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Calc space used by a client

I "sell" database storage space in a table called TABX. At one extreme, a customer can chose to store 1 small record in TABX, or (at the other extreme) store a million records each containing a 1gigabyte BLOB. Of course the average is more like 200 records with a dozen or so BLOBS.

Once per night, I need a uniform way of calculating approximate storage space used per client. So I can bill for space used ....

For discussion, let's say TABX is ...

          CREATE TABLE dbo.TABX
          (
                    ClientID int NOT NULL,
                    ItemID int NOT NULL IDENTITY (1, 1),
                    Fi image NULL,
                    Ft text NULL,
                    Fv varchar(8000) NULL
          )  ON [PRIMARY]
           TEXTIMAGE_ON [PRIMARY]

Any suggestions on how to approach this problem?
Using SQL Server Ver 8.0
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volking
Asked:
volking
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4 Solutions
 
ptjcbCommented:
You could run sp_spaceused against each database.

exec sp_spaceused

FROM BOL:
Displays the number of rows, disk space reserved, and disk space used by a table, indexed view, or SQL Server 2005 Service Broker queue in the current database, or displays the disk space reserved and used by the whole database.

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SjoerdVerweijCommented:
Have you tried

Select ClientID, Sum(DataLength(Fi)), Sum(DataLength(Ft)), Sum(DataLength(Fv))
From TabX
Group By ClientID
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Scott PletcherSenior DBACommented:
This should give you a decent approx., although it may not be exact:


SELECT ClientID, SUM(4 /*ClientID*/ + 4 /*ItemID*/ +
    16 + DATALENGTH(Fi) /*Fi*/ + 16 + DATALENGTH(Ft) /*Ft*/ + DATALENGTH(Fv) + 2 /*Fv*/ +
    2 /*varchar row overhead */ + 10 /*general row overhead*/)
    AS [Total Bytes Used (Approx.)]
FROM TabX
GROUP BY ClientID
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Aneesh RetnakaranDatabase AdministratorCommented:
this article will give you the exact size

http://msdn.microsoft.com/library/default.asp?url=/library/en-us/createdb/cm_8_des_02_92k3.asp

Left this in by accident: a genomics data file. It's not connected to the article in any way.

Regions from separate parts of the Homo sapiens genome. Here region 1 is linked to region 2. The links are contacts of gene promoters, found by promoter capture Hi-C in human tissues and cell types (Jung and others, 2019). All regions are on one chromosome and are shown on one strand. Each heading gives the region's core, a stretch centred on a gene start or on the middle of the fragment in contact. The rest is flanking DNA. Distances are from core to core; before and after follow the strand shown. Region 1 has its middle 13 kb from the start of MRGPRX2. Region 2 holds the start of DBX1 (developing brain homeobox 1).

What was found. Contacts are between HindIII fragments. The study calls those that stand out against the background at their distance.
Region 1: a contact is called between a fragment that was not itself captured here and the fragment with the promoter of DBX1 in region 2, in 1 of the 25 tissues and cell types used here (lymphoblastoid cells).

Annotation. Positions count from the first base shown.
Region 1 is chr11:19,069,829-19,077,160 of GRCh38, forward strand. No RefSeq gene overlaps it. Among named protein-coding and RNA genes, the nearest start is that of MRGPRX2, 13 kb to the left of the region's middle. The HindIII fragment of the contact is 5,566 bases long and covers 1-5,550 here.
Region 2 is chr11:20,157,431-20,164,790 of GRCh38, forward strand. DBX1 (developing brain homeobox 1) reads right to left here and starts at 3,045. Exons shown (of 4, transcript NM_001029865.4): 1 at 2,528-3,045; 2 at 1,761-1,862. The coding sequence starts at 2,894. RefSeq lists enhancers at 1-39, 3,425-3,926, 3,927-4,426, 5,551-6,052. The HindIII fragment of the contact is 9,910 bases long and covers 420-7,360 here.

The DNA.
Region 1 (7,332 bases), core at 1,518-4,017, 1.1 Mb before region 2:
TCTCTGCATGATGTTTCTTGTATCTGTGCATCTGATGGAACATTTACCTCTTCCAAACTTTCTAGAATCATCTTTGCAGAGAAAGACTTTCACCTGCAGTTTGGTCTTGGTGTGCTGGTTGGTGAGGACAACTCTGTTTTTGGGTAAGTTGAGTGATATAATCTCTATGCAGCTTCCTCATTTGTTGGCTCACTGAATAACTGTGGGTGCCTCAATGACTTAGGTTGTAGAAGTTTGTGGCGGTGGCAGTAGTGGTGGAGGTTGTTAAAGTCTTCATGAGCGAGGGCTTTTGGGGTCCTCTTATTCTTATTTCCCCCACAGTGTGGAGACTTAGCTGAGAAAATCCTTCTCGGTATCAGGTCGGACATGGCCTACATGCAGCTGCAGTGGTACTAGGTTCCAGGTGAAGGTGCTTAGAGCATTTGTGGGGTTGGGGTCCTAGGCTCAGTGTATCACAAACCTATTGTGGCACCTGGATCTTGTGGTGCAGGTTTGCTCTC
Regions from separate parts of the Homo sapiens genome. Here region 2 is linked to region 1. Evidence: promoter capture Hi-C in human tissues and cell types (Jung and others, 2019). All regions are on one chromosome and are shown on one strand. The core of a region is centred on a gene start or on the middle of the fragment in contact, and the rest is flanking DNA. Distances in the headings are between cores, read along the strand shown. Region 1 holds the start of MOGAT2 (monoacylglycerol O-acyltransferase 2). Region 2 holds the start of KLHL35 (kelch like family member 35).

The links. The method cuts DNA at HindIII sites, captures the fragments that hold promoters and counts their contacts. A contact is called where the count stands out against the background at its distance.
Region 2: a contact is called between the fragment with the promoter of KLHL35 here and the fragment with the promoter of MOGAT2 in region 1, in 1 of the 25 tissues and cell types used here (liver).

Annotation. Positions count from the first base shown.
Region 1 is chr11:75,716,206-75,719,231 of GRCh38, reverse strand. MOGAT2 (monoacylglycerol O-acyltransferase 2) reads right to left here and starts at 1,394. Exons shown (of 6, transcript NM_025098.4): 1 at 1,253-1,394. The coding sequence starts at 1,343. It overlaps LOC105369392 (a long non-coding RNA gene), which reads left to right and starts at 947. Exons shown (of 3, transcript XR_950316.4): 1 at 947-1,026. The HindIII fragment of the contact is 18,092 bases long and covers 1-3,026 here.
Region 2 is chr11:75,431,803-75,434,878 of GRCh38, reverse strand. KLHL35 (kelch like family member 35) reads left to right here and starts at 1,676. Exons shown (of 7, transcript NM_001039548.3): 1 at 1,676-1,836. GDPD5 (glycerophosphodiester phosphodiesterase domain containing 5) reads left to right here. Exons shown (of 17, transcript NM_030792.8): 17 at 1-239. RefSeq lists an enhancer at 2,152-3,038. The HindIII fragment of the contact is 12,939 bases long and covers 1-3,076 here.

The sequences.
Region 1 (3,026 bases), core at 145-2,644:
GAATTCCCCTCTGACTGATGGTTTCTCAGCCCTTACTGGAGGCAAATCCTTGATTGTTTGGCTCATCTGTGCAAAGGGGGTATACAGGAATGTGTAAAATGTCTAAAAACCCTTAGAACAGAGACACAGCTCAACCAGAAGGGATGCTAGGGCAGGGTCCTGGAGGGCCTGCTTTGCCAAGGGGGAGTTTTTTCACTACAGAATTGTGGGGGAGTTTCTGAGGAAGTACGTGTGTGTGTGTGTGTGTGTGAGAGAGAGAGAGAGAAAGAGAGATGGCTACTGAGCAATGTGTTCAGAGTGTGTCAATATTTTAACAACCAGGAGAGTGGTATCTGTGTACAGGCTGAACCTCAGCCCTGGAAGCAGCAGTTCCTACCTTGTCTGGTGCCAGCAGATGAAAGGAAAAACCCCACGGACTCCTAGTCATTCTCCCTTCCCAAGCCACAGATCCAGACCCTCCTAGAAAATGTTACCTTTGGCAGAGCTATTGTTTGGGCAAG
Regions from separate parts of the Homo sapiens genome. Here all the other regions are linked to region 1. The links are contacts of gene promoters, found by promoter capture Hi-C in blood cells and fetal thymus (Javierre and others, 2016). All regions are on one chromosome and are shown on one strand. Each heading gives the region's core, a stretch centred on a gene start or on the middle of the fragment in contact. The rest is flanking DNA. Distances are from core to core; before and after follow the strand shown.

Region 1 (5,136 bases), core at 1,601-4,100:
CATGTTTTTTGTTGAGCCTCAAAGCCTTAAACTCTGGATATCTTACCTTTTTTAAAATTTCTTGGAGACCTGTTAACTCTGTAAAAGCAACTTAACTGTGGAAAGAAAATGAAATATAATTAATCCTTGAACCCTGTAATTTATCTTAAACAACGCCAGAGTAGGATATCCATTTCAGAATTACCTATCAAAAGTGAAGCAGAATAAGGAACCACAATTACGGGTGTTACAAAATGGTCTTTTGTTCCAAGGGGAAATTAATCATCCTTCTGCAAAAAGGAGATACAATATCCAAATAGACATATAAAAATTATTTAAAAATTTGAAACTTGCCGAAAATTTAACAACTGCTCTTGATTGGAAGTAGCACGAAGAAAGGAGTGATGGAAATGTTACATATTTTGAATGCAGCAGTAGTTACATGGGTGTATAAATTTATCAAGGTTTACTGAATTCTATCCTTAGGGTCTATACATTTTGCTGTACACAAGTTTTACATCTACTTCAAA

Again you need to find out how many no of rows inserted / day
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Aneesh RetnakaranDatabase AdministratorCommented:
minimum space / row =  4B + 4B+ 4KB + 4kb +8000
                                 nearly 16kb

for text/image columns min size is 4k
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SjoerdVerweijCommented:
Personally, I'd stick with DataLength... I've done a similar thing before, and trust me, the LAST thing you want to do is explain Scott's approximation. Actually, the truth is even worse, with a nullability bitmask, and then figuring how many of that type of record (excluding the blob fields) fits in a single 8KB page (-standard page overhead), since records do not straddle a page, then for non-null BLOB columns, the greater of a single page or the contents (assuming you have text_in_row off, of course)....

*Thud*
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LowfatspreadCommented:
i agree with sjoerdverweij go with the datalength and have variable charging rates with a min per month fee...
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volkingAuthor Commented:
For my purposes, approximate is "good-enough"

So to get total volume, I'll use
     exec sp_spaceused
then I'll run something like
     Select ClientID, Sum(DataLength(Fi)), Sum(DataLength(Ft)), Sum(DataLength(Fv)) From TabX Group By ClientID

and finally I'll use a RATIO of total volume divided by each clients total, should be close enough for my use.

Smallest charge is 100mb segments so above ratio should be close enough (and I'll be able to explain it ... grin)

Thank All
Volking
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Scott PletcherSenior DBACommented:
Personally I don't see why it's so hard to explain that an integer takes 4 bytes, etc..

I was trying to answer your original q, in which you stated that a person might have *1* row only.  Thus I thought you needed to be fairly accurate.  If I'd known you just wanted to get within 100MB (! -- *nowhere close to just one row*), I'd have saved myself the effort of writing and you all the effort of reading it.
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SjoerdVerweijCommented:
Scott, it goes much further than that -- nullability, how many rows fit on a page (for some record sizes, almost 4K - 50% can be wasted), etc. etc.  You're pretty much explaining the entire SQL Server storage architecture if you want to be accurate.
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Scott PletcherSenior DBACommented:
Of course ... I was trying to determine the *minimum* space that could be used.  Page overhead would be extremely difficult to allocate anyway.
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